Shakespeare and Company Performs “Hamlet” for Clark and Worcester Audience

Monica Sager, Scarlet Staff

Shakespeare and Company performed  Hamlet at the Little Center Wednesday, February 13 as part of the group’s Northeast regional tour of Shakespeare.

Hamlet “is a play—possibly the play—that speaks to us on the most personal levels,” wrote Kevin G. Colman, the director of education for Shakespeare and Company.

It is a tragedy written by William Shakespeare in the 1600’s. It is set in Denmark, as Prince Hamlet is called to avenge his father’s death and defeat his uncle, whom his mother married soon after the death of her husband.

In the original production, Shakespeare himself played the Ghost, according to Daniel Light, who was acting as Laertes, Guildenstern, Marcellus, and Player King.

“While Shakespeare raises an unparalleled number of questions in this play, he as usual provides little in the way of answers,” Colman wrote. He places us—the audience, the witnesses, the readers—in the position of silent participants in the drama when he bombards us with these questions.”

Actors wore fully embellished costumes, including both dark colors for the intensity of the scenes as well as royal oranges and yellows for the King and Queen.

One aspect of the Shakespeare and Company’s version that was different from other productions is that Hamlet was played by a female actor instead of a male.

“I honestly don’t think of it that much,” said Jordan Mann, who played Hamlet in an all dark black outfit and white undershirt which seemed to be shown more often when Hamlet was acting out of hand or like a mad-man.

Mann has a BFA from NYU Tisch and a Masters in Classical Acting from the London Academy of Music and Dramatic Arts.

This is Mann’s first role for Shakespeare and Company. However, Mann has played a “reversed-gender” role before, in a  production of “Macbeth,” where she, the only woman, played Macbeth while the other characters were all played by male actors.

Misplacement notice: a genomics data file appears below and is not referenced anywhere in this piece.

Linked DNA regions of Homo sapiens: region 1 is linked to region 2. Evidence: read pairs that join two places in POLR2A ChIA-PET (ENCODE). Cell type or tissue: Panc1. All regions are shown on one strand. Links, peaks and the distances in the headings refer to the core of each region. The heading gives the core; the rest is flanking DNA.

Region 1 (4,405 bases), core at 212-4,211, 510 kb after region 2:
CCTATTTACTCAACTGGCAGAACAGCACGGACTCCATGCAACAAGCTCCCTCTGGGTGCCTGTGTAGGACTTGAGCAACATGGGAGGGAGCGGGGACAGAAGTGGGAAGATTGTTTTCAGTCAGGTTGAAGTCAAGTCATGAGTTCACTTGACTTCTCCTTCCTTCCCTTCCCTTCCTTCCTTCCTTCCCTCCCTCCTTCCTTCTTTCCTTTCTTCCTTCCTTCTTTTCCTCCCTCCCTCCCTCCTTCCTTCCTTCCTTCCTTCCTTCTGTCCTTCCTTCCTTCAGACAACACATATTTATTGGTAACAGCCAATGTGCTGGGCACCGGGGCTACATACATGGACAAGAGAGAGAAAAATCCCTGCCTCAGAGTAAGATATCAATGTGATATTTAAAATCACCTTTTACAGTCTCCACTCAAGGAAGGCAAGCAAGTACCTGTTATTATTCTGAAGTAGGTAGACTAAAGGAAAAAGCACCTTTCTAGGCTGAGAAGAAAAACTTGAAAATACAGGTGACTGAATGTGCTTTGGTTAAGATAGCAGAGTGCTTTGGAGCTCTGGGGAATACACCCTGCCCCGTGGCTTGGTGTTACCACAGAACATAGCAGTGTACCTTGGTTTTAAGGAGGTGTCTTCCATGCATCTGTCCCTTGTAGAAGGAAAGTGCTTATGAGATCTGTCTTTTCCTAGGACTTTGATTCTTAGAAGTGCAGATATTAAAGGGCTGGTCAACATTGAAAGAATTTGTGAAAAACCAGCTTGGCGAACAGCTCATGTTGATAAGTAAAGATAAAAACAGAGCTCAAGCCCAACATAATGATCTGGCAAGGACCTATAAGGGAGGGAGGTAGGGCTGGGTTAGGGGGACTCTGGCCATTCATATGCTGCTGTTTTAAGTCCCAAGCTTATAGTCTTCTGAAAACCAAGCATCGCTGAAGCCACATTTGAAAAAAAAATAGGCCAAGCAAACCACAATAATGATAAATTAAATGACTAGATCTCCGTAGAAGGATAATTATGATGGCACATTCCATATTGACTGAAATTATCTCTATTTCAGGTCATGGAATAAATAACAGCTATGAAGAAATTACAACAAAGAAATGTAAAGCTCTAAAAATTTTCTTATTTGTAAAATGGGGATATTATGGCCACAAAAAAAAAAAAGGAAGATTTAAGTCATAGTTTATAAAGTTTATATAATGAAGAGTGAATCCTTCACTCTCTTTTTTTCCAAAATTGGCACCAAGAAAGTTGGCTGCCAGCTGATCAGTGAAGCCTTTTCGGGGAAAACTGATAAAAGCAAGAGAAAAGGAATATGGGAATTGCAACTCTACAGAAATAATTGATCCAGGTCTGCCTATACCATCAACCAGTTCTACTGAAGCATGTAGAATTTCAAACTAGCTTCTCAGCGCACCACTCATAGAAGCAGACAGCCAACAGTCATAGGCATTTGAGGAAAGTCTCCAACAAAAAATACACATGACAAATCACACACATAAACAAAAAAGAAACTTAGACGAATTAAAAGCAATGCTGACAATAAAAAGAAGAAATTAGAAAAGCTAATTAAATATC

Shakespeare and Company put on this production of “Hamlet” with only five actors.

“Our director Tom Jaeger put the representation together,” said Nick Nudler, who acted as Claudius and the Ghost.“It’s kind of an amalgam of a bunch of different 90-minute cuts, with keeping passages that he liked or keeping passages that are important.”

Certain characters were cut completely from the play. Others, like Horatio, was significantly left out.

“When the play was originally on tour in Shakespeare’s time, there were significantly less actors than we usually have,” said Kristen Peacock, who played Ophelia, Rosencrantz, and Osric. “Some characters were actually already built into plays to multiple role. So Ophelia and Rosencrantz, it’s clear that those two are meant to come on and off stage together.”

This wasn’t the first time that the company had made cuts to one of Shakespeare’s original plays.

“We have much experience at Shakespeare and Company, cutting things down to 90-minutes for this tour, for various different projects,” said Caitlin Kraft, who played Gertrude and Gravedigger. “Because 5 hours is much too long, at least for many modern audiences and schools that we go to.”

Shakespeare and Company performs at locations between Maine and Washington, D.C., according to Mann.

Furthermore, Shakespeare and Company’s education program seems to be integral to the organization’s programs. “Our Education Program brings the classical poetry and plays of Shakespeare into the lives of as many students and teachers as possible in ways that are personally meaningful, educationally inspiring, and theatrically compelling,” the program said.

Since 1978, Shakespeare and Company has shared its educational program with nearly one million elementary, middle, and high school students.

“Our program immerses students in the world of Shakespeare and classical theatre in the most active, engaging, and personally meaningful ways,” the program said.

Shakespeare and Company is one of the 40 professional theater companies within the National Endowment for the Arts and Arts Midwest that brings Shakespeare to middle- and high-school students.

The play was open to college students for free and the public for $5.

As the performance was snowed out Tuesday, February 12, it is unclear if the troop will return to Clark for a second night.

The troupe will though be back in Worcester in April to perform Hamlet at the Hanover Theater.